I have two datasets $A$ and $B$:

$A = \{1, 5, -34, 34.34323, -23.5444, 9.43, ....\}$ $B = \{-0.5, 44, -0.243, -3455, 2.22221, -23.23, ....\}$

Those datasets contain a big amount of "random" numbers (They are actually not random, but their source does not matter for this question). Both datasets always have the same size.

Now I need to calculate two numbers $(u,v) \in \mathbb{R}$ so that $\sum (a_i + b_i)$ with $ a_i \geq u$ and $b_i \geq v$ reaches the biggest possible value.

For clarification: Say $a_3 \geq u$ but $b_3 < v$. Then $(a_3 + b_3)$ is not included in the sum. That is meant by $ a_i \geq u$ and $b_i \geq v$.

Does an algorithm for the solution to this problem already exist? If not, I am open for ideas.


2 Answers 2


For each pair of elements, $(a_{i},b_{i})$, you can calculate the sum of all the $(a_j+b_j)$ where $a_{j}$ and $b_{j}$ are both greater than or equal to $a_{i}$ and $b_{i}$. So an algorithm could look like:

largest_pair = 0
largest_value = -∞
for each i:
    for each j:
        total = 0
        if(a[j] >= a[i] & b[j] >= b[i])
            total += a[j] + b[j]
        largest_value = total
        largest_pair = i
u = a[largest_pair]
v = b[largest_pair]
output u,v

This algorithm is $O(n^2)$ but is easily adaptable to n-variables, and there should be some shortcuts that could speed it up


This algorithm can be solved in $O(n \log^2 n)$ time. The basic approach is to use Aidan Connelly's algorithm, except we'll speed up the inner loop so the inner loop takes only $O(\log n)$ time instead of $O(n)$ time. The solution involves a sweepline algorithm, persistent data structures, and other tricks.

Prefix sums. First, as a warmup, let's note that we can build a data structure that given a set $Y=\{y_1,\dots,y_n\}$ of points supports the following operations:

  • PrefixSum($y$): given $y$, return $\sum_{y_i \ge y, y_i \in Y} y_i$.

  • Insert($y$): given $y$, add it to the set $Y$ of points stored in the data structure.

I'll show how to perform both queries in $O(\log n)$ time.

In particular, we can store the points $Y$ in a balanced binary search tree with each point $y_i$ in a leaf of the tree. We store numbers in the nodes of the tree. Initially, each leaf receives a number corresponding to the point stored in it, and each internal node is 0.

When we run Insert($y$), we insert a new leaf for the point $y$ (in the correct location, so the leaves are in sorted order), then we find a collection of disjoint subtrees whose union is the set of leaves $y_i$ where $y_i<y$, and add $y_i$ to the root of each of those subtrees. Notice that any such consecutive interval of leaves can be covered by $O(\log n)$ disjoint subtrees, so the Insert operation runs in $O(\log n)$ time.

To answer PrefixSum($y$), we sum all the numbers on the path from the root to the leaf for $y$ and return that sum. Since it's a balanced tree, this also runs in $O(\log n)$ time.

Persistence. Now we can turn this data structure into a (partially) persistent data structure, using standard path copying techniques.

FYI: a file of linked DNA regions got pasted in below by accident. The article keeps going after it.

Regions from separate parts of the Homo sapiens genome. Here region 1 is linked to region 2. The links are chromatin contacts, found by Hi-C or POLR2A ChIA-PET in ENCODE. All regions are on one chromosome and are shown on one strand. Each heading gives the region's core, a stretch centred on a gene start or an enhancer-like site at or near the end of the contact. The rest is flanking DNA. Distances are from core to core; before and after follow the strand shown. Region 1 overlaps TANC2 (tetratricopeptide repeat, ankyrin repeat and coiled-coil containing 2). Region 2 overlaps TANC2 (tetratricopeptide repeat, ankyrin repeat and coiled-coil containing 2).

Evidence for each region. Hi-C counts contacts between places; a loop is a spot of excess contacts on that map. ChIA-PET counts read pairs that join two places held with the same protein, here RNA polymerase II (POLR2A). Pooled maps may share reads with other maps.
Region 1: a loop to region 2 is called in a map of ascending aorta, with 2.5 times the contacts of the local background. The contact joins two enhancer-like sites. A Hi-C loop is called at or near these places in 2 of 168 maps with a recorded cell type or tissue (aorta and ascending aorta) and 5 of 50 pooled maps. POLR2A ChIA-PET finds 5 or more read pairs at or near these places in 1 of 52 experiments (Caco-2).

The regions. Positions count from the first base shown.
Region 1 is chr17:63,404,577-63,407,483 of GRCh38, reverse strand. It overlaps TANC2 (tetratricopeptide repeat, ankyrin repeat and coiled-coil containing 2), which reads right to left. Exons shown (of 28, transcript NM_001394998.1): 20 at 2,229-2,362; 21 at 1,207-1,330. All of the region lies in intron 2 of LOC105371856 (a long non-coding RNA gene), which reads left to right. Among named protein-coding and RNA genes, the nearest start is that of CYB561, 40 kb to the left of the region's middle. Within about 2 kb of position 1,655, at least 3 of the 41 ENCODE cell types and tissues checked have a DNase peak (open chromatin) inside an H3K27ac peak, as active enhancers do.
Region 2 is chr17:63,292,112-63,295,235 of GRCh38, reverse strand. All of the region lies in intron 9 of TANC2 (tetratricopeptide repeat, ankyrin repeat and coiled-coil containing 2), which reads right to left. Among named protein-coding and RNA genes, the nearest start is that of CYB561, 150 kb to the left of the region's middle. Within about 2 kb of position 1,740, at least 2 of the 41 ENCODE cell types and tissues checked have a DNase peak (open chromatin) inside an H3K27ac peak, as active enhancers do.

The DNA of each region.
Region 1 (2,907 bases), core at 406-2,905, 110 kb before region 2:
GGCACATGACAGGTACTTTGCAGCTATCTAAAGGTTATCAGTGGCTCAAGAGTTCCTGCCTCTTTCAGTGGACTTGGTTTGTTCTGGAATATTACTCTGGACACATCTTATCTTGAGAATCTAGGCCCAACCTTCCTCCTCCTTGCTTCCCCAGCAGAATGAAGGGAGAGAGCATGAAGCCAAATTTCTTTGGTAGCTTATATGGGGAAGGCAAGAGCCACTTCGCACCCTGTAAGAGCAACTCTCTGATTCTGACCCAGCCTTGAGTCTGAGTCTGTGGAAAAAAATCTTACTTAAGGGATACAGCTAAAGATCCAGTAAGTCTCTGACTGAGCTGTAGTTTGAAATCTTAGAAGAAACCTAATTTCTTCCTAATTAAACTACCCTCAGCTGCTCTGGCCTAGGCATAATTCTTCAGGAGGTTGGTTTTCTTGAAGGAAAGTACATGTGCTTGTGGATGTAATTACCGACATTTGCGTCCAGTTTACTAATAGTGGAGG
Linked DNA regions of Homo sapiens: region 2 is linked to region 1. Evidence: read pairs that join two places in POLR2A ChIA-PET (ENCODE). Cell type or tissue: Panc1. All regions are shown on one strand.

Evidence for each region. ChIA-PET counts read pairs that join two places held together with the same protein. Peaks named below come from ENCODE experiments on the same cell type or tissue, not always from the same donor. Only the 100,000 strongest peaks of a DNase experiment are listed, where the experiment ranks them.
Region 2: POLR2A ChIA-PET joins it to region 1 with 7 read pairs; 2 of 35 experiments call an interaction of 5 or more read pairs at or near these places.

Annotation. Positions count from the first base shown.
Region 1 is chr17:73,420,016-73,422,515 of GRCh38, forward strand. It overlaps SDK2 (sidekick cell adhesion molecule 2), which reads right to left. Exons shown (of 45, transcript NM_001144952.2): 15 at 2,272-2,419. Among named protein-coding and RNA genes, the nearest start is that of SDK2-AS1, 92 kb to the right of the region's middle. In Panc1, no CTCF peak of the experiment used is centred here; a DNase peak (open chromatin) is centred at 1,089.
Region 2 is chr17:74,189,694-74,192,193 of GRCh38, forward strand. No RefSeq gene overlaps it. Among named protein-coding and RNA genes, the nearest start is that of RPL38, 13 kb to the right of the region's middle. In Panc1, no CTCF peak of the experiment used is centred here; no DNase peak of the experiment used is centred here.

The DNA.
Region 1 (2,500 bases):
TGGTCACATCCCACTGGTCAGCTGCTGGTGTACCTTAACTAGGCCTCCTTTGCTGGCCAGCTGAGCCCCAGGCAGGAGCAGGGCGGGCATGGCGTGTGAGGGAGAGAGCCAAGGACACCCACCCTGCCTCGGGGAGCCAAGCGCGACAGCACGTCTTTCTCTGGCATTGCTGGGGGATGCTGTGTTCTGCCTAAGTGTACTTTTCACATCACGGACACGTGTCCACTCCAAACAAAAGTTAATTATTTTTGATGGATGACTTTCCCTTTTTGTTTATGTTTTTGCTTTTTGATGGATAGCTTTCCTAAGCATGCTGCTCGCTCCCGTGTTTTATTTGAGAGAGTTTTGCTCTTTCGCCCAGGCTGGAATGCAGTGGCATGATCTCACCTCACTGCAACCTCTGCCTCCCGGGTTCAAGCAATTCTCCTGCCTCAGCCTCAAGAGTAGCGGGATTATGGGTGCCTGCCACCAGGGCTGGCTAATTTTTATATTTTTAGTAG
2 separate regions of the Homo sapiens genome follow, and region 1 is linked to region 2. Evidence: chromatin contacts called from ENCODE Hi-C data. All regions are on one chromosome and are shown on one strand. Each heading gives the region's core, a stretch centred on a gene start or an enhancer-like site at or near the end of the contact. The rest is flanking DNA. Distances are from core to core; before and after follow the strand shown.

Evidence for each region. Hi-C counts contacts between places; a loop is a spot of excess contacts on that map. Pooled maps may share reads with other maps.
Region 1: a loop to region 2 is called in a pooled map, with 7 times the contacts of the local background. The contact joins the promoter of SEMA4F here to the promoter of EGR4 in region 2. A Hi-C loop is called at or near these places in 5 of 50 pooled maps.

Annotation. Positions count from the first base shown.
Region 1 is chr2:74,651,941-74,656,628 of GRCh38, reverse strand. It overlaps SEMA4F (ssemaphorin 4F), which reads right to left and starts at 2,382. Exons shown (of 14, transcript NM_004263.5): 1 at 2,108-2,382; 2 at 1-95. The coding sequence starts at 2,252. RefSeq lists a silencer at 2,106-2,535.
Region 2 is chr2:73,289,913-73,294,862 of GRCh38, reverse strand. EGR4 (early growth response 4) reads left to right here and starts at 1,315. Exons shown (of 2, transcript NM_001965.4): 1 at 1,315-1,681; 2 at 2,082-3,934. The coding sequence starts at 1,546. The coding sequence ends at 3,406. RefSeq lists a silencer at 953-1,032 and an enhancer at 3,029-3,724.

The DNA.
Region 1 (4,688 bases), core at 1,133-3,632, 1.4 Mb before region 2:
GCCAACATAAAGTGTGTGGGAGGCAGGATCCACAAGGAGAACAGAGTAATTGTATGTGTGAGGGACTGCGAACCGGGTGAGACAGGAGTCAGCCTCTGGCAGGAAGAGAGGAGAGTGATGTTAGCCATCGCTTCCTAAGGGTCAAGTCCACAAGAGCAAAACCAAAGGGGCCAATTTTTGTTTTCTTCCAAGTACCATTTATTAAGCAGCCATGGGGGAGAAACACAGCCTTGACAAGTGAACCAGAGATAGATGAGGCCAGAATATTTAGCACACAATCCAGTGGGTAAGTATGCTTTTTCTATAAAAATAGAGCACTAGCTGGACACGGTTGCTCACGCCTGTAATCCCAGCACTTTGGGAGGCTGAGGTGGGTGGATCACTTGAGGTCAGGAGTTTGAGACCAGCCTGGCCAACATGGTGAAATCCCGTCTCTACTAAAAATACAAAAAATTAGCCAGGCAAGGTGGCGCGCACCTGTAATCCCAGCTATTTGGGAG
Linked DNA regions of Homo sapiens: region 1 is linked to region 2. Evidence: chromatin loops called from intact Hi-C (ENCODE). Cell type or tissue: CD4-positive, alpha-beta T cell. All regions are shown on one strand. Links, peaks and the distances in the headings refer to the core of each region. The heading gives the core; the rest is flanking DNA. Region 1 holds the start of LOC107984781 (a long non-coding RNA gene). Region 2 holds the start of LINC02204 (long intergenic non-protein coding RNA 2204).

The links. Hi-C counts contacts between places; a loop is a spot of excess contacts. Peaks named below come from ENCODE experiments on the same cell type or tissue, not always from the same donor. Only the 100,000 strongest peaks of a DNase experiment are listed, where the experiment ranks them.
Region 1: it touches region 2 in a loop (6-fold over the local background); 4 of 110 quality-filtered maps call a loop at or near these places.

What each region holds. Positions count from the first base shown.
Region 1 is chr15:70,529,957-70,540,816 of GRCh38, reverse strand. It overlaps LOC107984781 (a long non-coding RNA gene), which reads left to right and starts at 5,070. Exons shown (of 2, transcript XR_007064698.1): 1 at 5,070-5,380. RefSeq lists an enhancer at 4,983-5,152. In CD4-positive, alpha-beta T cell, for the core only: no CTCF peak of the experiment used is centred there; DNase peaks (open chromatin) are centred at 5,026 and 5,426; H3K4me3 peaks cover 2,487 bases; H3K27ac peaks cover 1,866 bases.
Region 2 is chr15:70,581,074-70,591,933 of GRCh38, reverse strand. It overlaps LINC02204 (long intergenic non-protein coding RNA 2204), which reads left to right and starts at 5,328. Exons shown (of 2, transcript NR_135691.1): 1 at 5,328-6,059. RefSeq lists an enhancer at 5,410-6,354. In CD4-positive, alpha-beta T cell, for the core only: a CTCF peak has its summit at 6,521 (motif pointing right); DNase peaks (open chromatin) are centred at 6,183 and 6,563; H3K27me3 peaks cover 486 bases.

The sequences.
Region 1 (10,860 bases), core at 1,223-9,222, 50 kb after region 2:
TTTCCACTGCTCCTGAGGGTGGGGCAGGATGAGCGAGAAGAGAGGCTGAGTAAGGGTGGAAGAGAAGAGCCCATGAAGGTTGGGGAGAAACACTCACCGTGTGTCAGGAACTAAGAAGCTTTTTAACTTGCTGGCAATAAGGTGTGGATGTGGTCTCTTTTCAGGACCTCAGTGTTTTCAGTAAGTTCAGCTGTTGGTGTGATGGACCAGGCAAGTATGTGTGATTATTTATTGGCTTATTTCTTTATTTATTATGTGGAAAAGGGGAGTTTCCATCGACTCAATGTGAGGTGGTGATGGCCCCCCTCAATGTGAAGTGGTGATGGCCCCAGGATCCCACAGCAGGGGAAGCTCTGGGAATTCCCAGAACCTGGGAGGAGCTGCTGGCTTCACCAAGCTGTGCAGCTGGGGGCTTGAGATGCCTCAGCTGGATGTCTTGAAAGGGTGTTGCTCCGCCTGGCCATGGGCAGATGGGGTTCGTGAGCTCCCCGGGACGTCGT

Now, given a version number (timestamp) $t$ and a number $y$, we can compute the answer to PrefixSum($y$) for version $t$ of the data structure. This can be done in $O(\log n)$ time. Also, we can perform the operation Insert($y$) on the latest version ($t$), obtaining a new version ($t+1$), in $O(\log^2 n)$ time. After doing $n$ inserts, the final data structure will have size $O(n \log n)$.

Sweepline. Now, let's apply this infrastructure to your problem. Assume the points $(a_i,b_i)$ are sorted first by increasing $a_i$ and then ties resolved by increasing $b_i$. We'll sweep leftwards, from $(a_n,b_n)$ to $(a_1,b_1)$; when we visit $(a_i,b_i)$, we'll perform Insert($b_i$) into the persistent data structure at that time. Let's think of $a_i$ as the "version number" for the persistent data structure: given $a_i$, we can find the version of the data structure right after $(a_i,b_i)$ was processed.

Notice that given any $a_j$ and any $b_k$, we can now look up the version corresponding to $a_j$ and perform the PrefixSum($b_k$) operation. This will return the value of $\sum_{a_i \ge a_j, b_i \ge b_k} a_i + b_i$. This operation takes $O(\log n)$ time. So, we can just do this operation $n$ times, once for each pair $a_j,b_j$ that appears in the original list, similar to Aidan Connelly's algorithm.

How long does this take? Sorting the data can be done in $O(n \log n)$ time. Building the persistent data structure takes $O(n \log^2 n)$ time, as we perform the Insert operation $n$ times and each instance takes $O(\log^2 n)$ time. Finally, we perform $n$ PrefixSum lookups, each of which takes $O(\log n)$ time, so that stage takes $O(n \log n)$ time. The total running time is thus $O(n \log^2 n)$ time.

General remarks. This technique of combining persistent data structures and a sweepline method is a useful one in computational geometry problems, especially when working in 2D. See also Using persistence on a constant database and What classes of data structures can be made persistent?.


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